First performance

After nearly 600 miles, unfortunately on the highway (Verity is very familiar with the M25 and M11 by now), I was called back to Kawasaki for an initial service. Naturally, there were no problems – and over those 600 miles it didn’t miss a beat.

Surprisingly I only had one chance to ride two on it, and my passenger got out without any complaints, comfortable rear seat and good rear footrests, top box with backrest was a big plus .

Next service is expected after around 7500 miles, and I’m just over 1000 at the time of writing. Now where I spent much of the first 1000m comfortably upright and hidden behind the adjustable screen, I’ll then try to spend some more time in the countryside, getting that lean angle beyond the 40º indicated!

This is currently the max tilt the 6 axis IMU tells me I have, a fun little reference to keep as one of the two options displayed (along with ODO, fuel consumption, battery voltage , etc).

MPG and Economy

With the 21 liter tank I got about 210 miles from about 18/19 liters. It’s in the realms of the supposed upper 240 mile range if you take it everywhere, riding with the ‘eco’ light on for the full 21 litres, but that wouldn’t be fun! The on-board computer tells me I’m averaging around 50 MPG on average, but that’s a good stretch of the highway.

I’m not a big fan of how Verity tells you your range, though. You fill up and get something like ‘150+ miles’ listed as the range. Sink about 60 miles and the “+” disappears, and you start to deplete the fuel bar.

In fairness, this then gives you an accurate range depending on your riding style – if you’re wandering around with low revs and high speeds, it will automatically update with its new lower prediction. Kind of like deal or no deal, but Noel Edmonds is nowhere to be found, and the numbers are guaranteed to drop the longer you play.

I’d rather the ‘+’ element be dropped for a full total per tank estimate – or, just get used to filling up and not bothering to look at range for the first 100 miles!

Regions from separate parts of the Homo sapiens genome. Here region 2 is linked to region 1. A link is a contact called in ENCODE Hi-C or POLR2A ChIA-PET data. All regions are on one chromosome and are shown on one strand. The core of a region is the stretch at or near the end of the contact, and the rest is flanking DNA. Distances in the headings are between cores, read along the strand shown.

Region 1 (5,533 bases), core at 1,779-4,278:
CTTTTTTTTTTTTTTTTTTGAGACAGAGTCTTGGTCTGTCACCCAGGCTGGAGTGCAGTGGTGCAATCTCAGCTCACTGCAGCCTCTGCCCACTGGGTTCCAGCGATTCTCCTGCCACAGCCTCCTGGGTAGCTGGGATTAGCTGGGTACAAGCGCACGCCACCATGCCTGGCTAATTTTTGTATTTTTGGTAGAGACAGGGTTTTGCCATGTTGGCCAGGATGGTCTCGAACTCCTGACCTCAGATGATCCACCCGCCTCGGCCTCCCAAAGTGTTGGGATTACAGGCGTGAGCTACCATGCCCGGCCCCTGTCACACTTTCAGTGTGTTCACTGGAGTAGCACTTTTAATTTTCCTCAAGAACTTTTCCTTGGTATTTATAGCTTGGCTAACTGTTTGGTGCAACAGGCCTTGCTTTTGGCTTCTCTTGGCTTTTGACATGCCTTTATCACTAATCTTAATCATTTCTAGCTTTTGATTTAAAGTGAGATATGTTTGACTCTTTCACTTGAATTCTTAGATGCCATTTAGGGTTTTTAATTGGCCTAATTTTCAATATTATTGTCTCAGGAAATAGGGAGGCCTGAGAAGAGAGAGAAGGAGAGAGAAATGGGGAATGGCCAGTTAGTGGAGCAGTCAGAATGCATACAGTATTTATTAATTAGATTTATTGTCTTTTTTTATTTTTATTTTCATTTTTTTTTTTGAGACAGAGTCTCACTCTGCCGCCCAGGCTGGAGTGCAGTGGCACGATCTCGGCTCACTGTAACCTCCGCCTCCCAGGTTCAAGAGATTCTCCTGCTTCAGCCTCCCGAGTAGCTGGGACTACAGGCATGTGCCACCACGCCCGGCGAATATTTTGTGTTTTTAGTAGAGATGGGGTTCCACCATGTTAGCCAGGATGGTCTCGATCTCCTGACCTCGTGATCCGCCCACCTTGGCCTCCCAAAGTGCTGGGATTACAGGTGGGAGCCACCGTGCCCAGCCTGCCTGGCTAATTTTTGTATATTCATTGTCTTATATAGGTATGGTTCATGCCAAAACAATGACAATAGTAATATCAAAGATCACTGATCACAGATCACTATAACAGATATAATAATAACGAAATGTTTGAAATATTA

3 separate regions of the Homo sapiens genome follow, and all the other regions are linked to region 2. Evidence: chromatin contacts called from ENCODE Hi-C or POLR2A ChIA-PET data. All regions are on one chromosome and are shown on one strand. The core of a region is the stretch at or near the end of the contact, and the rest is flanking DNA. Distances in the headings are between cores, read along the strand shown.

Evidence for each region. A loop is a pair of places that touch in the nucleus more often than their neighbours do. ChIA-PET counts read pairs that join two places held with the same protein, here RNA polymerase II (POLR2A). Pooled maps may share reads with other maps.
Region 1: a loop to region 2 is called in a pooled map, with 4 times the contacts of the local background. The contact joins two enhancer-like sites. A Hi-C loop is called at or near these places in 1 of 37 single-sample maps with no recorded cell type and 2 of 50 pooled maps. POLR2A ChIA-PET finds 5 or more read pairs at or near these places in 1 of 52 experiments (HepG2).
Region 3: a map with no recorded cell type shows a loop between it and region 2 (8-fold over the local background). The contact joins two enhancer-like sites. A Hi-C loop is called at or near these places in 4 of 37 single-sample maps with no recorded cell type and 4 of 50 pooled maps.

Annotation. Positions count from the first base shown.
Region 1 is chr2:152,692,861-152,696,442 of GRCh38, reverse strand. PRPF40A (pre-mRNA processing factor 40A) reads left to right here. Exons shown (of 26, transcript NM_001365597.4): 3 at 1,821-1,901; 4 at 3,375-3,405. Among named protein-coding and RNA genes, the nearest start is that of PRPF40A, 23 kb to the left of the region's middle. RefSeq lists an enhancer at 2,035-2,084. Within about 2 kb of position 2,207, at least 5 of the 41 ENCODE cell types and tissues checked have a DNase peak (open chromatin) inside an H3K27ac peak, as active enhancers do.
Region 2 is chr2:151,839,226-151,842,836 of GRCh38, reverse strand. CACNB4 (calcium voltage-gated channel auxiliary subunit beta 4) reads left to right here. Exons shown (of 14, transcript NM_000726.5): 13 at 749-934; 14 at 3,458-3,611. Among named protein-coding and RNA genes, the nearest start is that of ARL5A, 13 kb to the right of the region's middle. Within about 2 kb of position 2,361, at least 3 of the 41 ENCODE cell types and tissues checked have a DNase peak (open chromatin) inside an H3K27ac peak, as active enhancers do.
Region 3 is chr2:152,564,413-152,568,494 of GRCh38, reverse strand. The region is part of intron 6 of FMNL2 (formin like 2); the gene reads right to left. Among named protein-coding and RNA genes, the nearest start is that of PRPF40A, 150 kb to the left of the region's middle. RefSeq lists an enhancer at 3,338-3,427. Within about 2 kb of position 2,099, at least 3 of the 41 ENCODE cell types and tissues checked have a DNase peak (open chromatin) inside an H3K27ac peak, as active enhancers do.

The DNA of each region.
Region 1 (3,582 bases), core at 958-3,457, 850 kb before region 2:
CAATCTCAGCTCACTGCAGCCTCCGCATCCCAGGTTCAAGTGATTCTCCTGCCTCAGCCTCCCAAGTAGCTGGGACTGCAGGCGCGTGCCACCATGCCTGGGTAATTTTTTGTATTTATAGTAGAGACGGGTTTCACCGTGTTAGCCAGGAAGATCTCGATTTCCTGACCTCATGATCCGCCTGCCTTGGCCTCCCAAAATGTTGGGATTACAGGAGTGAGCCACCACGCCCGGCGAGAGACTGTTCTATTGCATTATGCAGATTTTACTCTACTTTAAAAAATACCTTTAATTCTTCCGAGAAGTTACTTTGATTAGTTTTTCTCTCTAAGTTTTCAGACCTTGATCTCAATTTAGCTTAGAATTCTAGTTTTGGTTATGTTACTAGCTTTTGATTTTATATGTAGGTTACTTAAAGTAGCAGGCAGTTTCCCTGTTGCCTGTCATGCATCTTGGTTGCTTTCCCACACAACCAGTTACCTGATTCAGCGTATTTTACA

More on the economy and the MPG stuff as I keep rolling, but that’s a good 200 miles per tank put that way.

Quick overview on other key elements that I have already found.

  • The electric suite is sleek, but the user interface feels a bit lacking for the price, especially when looking at the Apple Carplay-compatible NT1100 and Africa Twin. There’s dedicated sat nav support here, and although I don’t use a proper sat nav (just the occasional Beeline), there’s a universal 12V socket on the left to keep things charged – but there is no USB port? Backlit buttons would be nice too, but even the Africa Twin doesn’t even achieve that.
  • Outrageously comfortable, really no leg pain at all for over 1000 miles, and a slight duck under the screen and there’s almost no wind noise. Heated grips (on one of three levels) and you’re away for hours, happy as Larry.
  • It’s definitely a tourer. The panniers and clean fitting top case can hold a decent amount, easily enough for a weekender, but a stubborn top case caused some early fitting issues (just need a good simultaneous push of inside and outside). To me, the saddlebags are a weird shape with a side V formed on the back, and they aren’t big enough for a lid. The Givi luggage found inside is nice, be careful.
  • It’s a big bike; long, tall, heavy – 840mm seat with 1520mm wheelbase, 17 inch wheels front and rear and 257kg weight. Low-speed handling is surprisingly good thanks in part to the electronic throttle, and you can filter through M25 traffic well when stationary (although that’s not exactly the best fun on a fat bike with panniers). One point about it, it can feel a bit heavy when you move it by hand.

Moving forward…

Plans with? Just more driving, period. I will avoid the highways as much as possible…

Attachments and mods are also something to consider – really, it already has everything, but let’s see what we can do. No suggestions? Contact us on social media, our inbox is open!

But that will suffice for part 1 of the long-term report. So far, Verity ticks all the boxes.

Head over to Visordown social media and see what I do with it, Verity is in pretty much everything I do.

Thanks Kawasaki and keep an eye out for updates from Alex and Verity this year.